Enabling a national Cyber-Physical Infrastructure to catalyse innovation: consultation document (accessible webpage) – GOV.UK

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Published 2 March 2022

© Crown copyright 2022
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This publication is available at https://www.gov.uk/government/consultations/enabling-a-national-cyber-physical-infrastructure-to-catalyse-innovation/enabling-a-national-cyber-physical-infrastructure-to-catalyse-innovation-consultation-document-accessible-webpage
Innovation is becoming increasingly critical to overcoming the greatest challenges we face as a planet: from tackling climate change and driving sustainable growth, to supporting aging populations and responding to future crises.
As we set out our post-pandemic ambition to cement the UK’s status as a Science Superpower, and Innovation Nation, we are both investing more in ‘blue sky’ science and the technologies of tomorrow.
To achieve this and deliver on our plans for economic recovery and growth set out in “Build Back Better: our plan for growth”, the government is raising public investment in R&D to record levels to drive economy-wide investment in R&D to 2.4% of GDP by 2027.
But realising the benefits of UK innovation will require more than government investment. As set out in the Innovation Strategy, we need to enable innovators to collaborate and commercialise more quickly, cheaply and effectively.
Cyber-Physical Infrastructure will build on areas of UK strength. From our world leading research base to the rapidly growing commercial investment in technologies like artificial intelligence, digital twins, robotics, augmented and virtual reality, sensors and more – the UK is well placed to seize the opportunity presented.
A national capability in cyber-physical infrastructure would mean that every innovator, no matter the size of their organisation, location or access to institutional resources, will be able to design, build and connect across the digital and physical domains.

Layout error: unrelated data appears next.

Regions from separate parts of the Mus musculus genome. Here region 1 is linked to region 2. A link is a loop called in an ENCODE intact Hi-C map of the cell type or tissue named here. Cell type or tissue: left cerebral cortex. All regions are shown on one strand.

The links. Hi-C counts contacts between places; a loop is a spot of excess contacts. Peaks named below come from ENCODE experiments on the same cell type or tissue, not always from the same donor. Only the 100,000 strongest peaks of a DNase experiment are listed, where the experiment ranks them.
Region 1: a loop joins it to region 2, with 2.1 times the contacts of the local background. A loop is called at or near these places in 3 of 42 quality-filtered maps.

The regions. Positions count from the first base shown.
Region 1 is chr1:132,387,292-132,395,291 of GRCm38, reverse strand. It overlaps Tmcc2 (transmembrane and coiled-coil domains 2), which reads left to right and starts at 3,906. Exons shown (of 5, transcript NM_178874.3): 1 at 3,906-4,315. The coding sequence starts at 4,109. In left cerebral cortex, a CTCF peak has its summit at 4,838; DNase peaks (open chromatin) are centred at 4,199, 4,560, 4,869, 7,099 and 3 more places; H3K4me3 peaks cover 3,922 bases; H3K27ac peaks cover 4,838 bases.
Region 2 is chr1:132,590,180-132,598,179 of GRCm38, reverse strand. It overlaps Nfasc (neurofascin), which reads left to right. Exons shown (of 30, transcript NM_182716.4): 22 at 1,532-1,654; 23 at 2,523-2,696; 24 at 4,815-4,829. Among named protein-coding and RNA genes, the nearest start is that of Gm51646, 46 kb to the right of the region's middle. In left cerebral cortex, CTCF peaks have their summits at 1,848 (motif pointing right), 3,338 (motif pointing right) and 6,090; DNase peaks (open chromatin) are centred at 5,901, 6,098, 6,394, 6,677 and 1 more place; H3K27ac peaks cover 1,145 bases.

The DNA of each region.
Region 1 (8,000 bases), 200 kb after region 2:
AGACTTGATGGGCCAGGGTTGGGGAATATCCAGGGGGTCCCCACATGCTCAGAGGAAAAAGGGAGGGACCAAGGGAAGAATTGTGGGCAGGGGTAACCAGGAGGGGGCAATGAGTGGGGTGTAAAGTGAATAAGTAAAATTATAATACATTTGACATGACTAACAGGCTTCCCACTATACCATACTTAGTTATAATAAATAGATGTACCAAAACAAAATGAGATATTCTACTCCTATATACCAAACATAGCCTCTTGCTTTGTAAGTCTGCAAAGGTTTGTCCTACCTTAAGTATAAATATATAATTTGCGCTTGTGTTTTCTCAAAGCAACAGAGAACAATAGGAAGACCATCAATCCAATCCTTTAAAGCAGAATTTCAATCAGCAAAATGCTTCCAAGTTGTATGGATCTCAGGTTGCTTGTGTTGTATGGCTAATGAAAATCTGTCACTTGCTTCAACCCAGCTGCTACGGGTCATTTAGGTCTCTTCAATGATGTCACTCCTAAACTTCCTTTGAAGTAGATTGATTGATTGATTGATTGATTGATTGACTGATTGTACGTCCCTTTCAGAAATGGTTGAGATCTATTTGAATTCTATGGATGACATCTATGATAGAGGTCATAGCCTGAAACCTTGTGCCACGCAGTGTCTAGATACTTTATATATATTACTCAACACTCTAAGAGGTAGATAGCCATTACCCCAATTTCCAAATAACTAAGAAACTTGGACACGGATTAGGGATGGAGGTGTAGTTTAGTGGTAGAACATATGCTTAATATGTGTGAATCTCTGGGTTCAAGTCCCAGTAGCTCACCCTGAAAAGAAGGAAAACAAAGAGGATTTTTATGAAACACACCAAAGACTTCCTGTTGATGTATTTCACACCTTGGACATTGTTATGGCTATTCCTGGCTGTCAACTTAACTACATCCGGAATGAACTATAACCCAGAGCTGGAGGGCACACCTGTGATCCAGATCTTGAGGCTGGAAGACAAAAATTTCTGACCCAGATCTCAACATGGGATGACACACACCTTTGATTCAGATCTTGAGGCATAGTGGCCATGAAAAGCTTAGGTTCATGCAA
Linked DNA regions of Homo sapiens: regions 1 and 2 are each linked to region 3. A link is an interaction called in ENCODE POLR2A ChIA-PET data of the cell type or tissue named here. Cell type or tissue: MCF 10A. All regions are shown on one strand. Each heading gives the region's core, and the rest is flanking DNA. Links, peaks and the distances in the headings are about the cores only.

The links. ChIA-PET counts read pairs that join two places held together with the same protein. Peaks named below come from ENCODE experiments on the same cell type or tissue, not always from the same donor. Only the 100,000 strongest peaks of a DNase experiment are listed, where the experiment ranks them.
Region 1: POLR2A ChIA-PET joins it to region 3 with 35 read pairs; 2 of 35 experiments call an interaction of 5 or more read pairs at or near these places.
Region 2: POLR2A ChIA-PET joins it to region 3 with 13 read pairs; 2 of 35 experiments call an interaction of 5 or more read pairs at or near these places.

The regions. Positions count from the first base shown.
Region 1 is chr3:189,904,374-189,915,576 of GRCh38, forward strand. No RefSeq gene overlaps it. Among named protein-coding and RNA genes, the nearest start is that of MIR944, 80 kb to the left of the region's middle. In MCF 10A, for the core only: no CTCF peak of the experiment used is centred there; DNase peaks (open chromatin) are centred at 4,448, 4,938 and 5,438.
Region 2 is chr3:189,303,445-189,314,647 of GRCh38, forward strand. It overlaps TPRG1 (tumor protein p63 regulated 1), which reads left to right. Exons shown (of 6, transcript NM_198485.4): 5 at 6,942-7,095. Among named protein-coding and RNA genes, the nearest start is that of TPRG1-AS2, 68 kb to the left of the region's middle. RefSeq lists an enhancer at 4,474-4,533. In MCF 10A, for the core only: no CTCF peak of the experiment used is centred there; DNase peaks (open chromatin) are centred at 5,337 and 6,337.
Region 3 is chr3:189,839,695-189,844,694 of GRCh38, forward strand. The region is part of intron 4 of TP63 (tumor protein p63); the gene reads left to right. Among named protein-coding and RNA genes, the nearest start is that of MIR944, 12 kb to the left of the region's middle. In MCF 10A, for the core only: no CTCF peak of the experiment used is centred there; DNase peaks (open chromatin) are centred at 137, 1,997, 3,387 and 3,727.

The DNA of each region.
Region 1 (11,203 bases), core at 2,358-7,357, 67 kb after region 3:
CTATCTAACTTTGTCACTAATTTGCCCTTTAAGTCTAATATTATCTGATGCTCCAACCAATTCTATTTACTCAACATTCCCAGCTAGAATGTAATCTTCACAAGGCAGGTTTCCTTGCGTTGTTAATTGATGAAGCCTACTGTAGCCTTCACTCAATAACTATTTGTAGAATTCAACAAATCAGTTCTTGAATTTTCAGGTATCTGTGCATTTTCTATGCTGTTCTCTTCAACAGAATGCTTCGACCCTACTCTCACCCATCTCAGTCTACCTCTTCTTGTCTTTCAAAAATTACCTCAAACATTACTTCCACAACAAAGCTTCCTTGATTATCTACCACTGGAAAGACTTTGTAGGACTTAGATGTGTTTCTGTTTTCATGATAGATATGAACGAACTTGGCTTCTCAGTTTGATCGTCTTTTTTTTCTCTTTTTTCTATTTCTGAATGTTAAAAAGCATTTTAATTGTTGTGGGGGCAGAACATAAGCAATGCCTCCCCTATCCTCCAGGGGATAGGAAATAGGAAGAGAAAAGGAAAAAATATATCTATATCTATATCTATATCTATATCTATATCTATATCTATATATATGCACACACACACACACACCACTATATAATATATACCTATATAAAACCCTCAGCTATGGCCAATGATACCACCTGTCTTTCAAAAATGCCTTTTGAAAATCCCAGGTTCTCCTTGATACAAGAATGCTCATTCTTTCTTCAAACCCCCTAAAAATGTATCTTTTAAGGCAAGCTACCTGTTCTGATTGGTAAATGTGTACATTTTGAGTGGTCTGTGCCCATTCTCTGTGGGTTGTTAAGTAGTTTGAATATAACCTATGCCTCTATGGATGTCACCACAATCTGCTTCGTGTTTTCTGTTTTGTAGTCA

I therefore welcome your participation in this consultation on a UK capability in Cyber-Physical Infrastructure to help unleash innovation.
To enable this national capability, we need the insights of businesses, academics, institutions, local authorities, civil society and more to ensure that this develops in a manner that serves the interests of an inclusive, innovative and resilient UK.
I would like to thank the large number of contributors to the development of this consultation, and in particular the Robotics Growth Partnership for their leadership in building a community of interest and their compellingly articulated Vision for Cyber-Physical Infrastructure.
And thank you for your engagement with this consultation. We look forward to working collaboratively with you as this area of such opportunity develops.
George Freeman
Minister for Science, Research and Innovation

This consultation has three purposes, to:
Issued: 2 March 2022
Respond by: 11 May 2022
Enquiries to:
Technology, Strategy and Security Team
Department for Business, Energy and Industrial Strategy
6th Floor
1 Victoria Street
London
SW1H 0ET

Email: cpiconsultation@beis.gov.uk
Consultation reference: Enabling a National Cyber-Physical Infrastructure to Catalyse Innovation
Audiences:
We are primarily seeking views from industry, academia and the wider public sector. This includes the range of institutes and other organisations with an interest in cyber-physical systems.
Territorial extent:
This Call for Evidence seeks information for consideration by the UK government but does not contain policy proposals. Responsibility for some of the policy areas covered in this Call for Evidence may also fall to the Devolved Administrations. Responses to the Call for Evidence will be shared with Devolved Administrations.
Respond online at: beisgovuk.citizenspace.com/strategy/cpi-consultation
Email to: cpiconsultation@beis.gov.uk
or
Write to:
Technology, Strategy and Security Team
Department for Business, Energy and Industrial Strategy
6th Floor
1 Victoria Street
London
SW1H 0ET

When responding, please state whether you are responding as an individual or representing the views of an organisation.
Your response will be most useful if it is framed in direct response to the questions posed, though further comments and evidence are also welcome.
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Cyber-physical systems are beginning to permeate the world around us, from smart machines working alongside people in factories, to immersive virtual spaces allowing people to collaborate and socialise globally.
The UK has globally competitive R&D and industrial strength in many of the core elements of these systems including Artificial Intelligence (AI), digital and advanced computing, and robotics and smart machines. [footnote 1] For example, equity investments in UK digital twins and AI companies have a compound annual growth rate of 49% and 114%, respectively, from 2018 to 2021. [footnote 2]
Here, we present a vision for Cyber-Physical Infrastructure in which connected networks of cyber-physical systems could provide a step change in the economic and social value of these individual systems. Much like the internet, this would not be a single, centralised system. Instead, ecosystems of connected systems would form upon which new products, services and business models could be built.